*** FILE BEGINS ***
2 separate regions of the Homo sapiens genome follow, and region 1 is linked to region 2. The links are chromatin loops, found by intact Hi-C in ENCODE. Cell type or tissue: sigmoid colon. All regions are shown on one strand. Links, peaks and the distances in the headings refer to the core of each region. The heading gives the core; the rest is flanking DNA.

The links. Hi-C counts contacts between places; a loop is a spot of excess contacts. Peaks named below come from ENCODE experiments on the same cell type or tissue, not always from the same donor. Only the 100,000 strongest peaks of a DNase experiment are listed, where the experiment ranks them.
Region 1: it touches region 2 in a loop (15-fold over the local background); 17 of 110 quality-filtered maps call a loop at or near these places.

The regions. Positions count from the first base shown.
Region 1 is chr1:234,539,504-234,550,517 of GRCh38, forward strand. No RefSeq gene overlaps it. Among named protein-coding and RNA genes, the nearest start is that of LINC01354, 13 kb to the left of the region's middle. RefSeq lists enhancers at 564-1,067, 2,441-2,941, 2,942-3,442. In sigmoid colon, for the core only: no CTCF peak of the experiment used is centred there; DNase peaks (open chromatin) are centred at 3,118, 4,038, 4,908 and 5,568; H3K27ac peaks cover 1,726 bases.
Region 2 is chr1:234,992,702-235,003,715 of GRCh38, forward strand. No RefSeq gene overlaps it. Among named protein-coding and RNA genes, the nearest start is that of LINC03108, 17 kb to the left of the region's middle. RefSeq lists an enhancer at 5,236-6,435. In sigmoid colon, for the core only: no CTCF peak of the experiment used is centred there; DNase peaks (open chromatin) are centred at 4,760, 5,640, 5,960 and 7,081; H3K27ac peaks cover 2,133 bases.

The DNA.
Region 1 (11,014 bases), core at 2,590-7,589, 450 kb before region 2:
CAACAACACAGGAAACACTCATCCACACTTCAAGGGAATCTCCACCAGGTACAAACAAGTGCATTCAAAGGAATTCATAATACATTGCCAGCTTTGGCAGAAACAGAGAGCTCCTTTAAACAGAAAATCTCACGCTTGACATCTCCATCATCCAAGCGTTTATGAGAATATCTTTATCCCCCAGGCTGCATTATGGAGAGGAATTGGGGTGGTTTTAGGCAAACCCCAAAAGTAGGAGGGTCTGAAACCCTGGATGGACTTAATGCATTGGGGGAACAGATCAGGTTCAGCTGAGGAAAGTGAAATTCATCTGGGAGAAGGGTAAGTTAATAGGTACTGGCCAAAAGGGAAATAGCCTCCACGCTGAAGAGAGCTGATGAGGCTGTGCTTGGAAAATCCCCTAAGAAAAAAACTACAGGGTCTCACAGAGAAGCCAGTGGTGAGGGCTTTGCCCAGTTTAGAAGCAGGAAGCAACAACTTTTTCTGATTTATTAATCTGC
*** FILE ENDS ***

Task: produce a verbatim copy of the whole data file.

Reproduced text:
2 separate regions of the Homo sapiens genome follow, and region 1 is linked to region 2. The links are chromatin loops, found by intact Hi-C in ENCODE. Cell type or tissue: sigmoid colon. All regions are shown on one strand. Links, peaks and the distances in the headings refer to the core of each region. The heading gives the core; the rest is flanking DNA.

The links. Hi-C counts contacts between places; a loop is a spot of excess contacts. Peaks named below come from ENCODE experiments on the same cell type or tissue, not always from the same donor. Only the 100,000 strongest peaks of a DNase experiment are listed, where the experiment ranks them.
Region 1: it touches region 2 in a loop (15-fold over the local background); 17 of 110 quality-filtered maps call a loop at or near these places.

The regions. Positions count from the first base shown.
Region 1 is chr1:234,539,504-234,550,517 of GRCh38, forward strand. No RefSeq gene overlaps it. Among named protein-coding and RNA genes, the nearest start is that of LINC01354, 13 kb to the left of the region's middle. RefSeq lists enhancers at 564-1,067, 2,441-2,941, 2,942-3,442. In sigmoid colon, for the core only: no CTCF peak of the experiment used is centred there; DNase peaks (open chromatin) are centred at 3,118, 4,038, 4,908 and 5,568; H3K27ac peaks cover 1,726 bases.
Region 2 is chr1:234,992,702-235,003,715 of GRCh38, forward strand. No RefSeq gene overlaps it. Among named protein-coding and RNA genes, the nearest start is that of LINC03108, 17 kb to the left of the region's middle. RefSeq lists an enhancer at 5,236-6,435. In sigmoid colon, for the core only: no CTCF peak of the experiment used is centred there; DNase peaks (open chromatin) are centred at 4,760, 5,640, 5,960 and 7,081; H3K27ac peaks cover 2,133 bases.

The DNA.
Region 1 (11,014 bases), core at 2,590-7,589, 450 kb before region 2:
CAACAACACAGGAAACACTCATCCACACTTCAAGGGAATCTCCACCAGGTACAAACAAGTGCATTCAAAGGAATTCATAATACATTGCCAGCTTTGGCAGAAACAGAGAGCTCCTTTAAACAGAAAATCTCACGCTTGACATCTCCATCATCCAAGCGTTTATGAGAATATCTTTATCCCCCAGGCTGCATTATGGAGAGGAATTGGGGTGGTTTTAGGCAAACCCCAAAAGTAGGAGGGTCTGAAACCCTGGATGGACTTAATGCATTGGGGGAACAGATCAGGTTCAGCTGAGGAAAGTGAAATTCATCTGGGAGAAGGGTAAGTTAATAGGTACTGGCCAAAAGGGAAATAGCCTCCACGCTGAAGAGAGCTGATGAGGCTGTGCTTGGAAAATCCCCTAAGAAAAAAACTACAGGGTCTCACAGAGAAGCCAGTGGTGAGGGCTTTGCCCAGTTTAGAAGCAGGAAGCAACAACTTTTTCTGATTTATTAATCTGC